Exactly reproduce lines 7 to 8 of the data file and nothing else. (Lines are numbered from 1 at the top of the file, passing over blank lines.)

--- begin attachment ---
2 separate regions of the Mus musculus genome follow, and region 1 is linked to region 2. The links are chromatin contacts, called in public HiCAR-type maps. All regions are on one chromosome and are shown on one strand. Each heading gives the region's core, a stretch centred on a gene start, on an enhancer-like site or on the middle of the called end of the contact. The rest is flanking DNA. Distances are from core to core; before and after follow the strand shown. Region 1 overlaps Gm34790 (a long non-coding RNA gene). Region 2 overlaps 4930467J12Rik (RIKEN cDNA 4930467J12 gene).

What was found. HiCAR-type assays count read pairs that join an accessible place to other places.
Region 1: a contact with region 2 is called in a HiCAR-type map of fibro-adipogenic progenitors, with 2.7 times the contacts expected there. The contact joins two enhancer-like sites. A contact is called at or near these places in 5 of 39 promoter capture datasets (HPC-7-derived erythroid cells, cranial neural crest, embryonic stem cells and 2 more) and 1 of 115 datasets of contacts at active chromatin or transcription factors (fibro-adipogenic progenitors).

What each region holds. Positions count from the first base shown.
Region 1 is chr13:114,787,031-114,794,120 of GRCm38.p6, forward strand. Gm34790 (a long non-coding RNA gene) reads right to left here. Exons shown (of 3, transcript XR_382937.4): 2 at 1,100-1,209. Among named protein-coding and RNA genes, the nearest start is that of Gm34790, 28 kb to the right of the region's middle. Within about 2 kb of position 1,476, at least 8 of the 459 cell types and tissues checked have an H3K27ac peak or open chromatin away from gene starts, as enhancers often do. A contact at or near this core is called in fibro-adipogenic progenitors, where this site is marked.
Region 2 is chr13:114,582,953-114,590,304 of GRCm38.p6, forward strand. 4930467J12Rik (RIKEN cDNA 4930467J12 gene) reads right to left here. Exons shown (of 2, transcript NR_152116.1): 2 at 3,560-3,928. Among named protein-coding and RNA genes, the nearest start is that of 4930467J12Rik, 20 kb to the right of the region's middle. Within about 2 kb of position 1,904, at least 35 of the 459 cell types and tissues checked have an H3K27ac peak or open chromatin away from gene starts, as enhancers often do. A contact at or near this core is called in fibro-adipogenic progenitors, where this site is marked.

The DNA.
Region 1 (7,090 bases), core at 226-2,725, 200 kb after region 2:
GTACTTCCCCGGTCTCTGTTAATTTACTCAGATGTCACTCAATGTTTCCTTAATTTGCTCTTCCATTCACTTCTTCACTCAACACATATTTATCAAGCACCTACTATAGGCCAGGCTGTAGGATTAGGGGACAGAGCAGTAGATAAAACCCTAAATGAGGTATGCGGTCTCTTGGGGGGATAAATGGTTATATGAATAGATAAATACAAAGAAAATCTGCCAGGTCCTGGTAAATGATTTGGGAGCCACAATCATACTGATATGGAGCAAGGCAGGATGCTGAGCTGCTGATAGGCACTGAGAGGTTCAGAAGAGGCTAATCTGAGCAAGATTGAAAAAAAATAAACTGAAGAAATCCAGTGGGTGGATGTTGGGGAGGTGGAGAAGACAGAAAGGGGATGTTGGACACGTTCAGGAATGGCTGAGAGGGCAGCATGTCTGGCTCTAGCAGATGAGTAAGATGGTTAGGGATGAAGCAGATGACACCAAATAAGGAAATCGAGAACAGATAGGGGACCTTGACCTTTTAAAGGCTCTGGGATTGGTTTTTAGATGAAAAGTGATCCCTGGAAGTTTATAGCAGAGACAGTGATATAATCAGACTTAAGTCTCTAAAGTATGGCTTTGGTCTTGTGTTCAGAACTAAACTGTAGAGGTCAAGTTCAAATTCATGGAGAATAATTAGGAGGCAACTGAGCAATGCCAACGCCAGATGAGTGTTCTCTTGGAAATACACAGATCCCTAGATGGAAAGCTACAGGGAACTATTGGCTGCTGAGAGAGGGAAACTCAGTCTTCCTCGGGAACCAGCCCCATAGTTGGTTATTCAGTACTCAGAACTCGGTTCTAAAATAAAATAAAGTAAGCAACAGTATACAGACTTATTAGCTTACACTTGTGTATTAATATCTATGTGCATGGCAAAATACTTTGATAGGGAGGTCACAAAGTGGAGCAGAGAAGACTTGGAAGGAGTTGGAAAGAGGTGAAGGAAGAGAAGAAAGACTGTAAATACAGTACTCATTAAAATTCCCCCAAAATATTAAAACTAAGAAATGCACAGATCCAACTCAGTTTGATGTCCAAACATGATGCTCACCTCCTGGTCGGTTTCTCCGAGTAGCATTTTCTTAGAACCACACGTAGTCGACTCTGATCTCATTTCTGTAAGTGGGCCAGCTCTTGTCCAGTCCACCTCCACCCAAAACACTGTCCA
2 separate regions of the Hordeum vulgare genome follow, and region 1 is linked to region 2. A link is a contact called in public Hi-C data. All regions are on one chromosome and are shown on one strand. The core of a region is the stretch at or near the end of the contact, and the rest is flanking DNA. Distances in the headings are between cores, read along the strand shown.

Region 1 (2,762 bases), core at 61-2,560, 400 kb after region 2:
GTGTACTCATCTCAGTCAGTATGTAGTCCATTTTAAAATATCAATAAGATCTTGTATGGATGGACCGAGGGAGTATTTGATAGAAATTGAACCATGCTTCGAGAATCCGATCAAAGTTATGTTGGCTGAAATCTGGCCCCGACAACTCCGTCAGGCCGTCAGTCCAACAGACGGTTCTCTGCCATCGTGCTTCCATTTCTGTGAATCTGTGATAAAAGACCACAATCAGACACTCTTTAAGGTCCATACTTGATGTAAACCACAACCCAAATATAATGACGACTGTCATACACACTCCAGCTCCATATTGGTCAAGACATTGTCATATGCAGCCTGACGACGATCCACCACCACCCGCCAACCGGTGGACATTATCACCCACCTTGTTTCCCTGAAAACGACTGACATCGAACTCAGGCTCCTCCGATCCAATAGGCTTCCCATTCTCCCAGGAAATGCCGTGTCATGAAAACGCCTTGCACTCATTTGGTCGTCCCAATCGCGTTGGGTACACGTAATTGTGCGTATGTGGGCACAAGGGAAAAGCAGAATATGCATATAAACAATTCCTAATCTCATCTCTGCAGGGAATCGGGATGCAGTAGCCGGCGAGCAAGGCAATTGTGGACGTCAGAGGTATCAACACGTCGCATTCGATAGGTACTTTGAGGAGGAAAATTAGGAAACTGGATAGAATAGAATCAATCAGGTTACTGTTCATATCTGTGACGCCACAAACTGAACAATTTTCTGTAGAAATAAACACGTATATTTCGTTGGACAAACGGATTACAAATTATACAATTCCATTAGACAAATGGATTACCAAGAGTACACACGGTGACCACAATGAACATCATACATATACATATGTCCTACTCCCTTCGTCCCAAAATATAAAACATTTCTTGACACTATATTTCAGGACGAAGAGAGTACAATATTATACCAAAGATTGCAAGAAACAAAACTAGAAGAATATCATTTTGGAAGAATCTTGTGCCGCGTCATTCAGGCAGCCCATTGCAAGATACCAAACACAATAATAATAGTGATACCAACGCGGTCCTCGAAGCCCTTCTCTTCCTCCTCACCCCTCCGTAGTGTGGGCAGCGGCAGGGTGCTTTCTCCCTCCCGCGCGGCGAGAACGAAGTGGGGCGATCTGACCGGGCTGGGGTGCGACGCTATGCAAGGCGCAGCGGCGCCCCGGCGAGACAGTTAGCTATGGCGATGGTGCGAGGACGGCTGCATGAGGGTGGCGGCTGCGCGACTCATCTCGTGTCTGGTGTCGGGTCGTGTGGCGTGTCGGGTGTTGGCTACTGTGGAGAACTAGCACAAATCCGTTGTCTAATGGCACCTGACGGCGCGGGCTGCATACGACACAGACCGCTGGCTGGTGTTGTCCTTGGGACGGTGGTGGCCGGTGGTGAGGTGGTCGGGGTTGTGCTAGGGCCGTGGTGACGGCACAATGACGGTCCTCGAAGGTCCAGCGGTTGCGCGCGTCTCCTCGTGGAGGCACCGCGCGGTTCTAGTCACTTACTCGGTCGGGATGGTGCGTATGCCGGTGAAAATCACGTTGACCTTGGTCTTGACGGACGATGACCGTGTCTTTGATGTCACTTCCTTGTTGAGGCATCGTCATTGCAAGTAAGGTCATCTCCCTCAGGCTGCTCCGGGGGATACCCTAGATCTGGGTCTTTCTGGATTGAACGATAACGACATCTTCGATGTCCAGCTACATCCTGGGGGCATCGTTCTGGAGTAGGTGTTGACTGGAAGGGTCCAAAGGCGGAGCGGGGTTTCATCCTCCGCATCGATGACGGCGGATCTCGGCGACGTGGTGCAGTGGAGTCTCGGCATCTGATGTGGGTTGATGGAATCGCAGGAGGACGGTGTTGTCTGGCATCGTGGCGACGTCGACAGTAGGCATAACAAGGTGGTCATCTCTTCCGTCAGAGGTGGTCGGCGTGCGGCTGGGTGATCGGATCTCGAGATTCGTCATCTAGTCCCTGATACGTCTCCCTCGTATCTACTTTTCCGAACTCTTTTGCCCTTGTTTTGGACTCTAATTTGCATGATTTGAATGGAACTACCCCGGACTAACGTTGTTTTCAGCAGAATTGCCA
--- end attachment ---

The DNA.
Region 1 (7,090 bases), core at 226-2,725, 200 kb after region 2: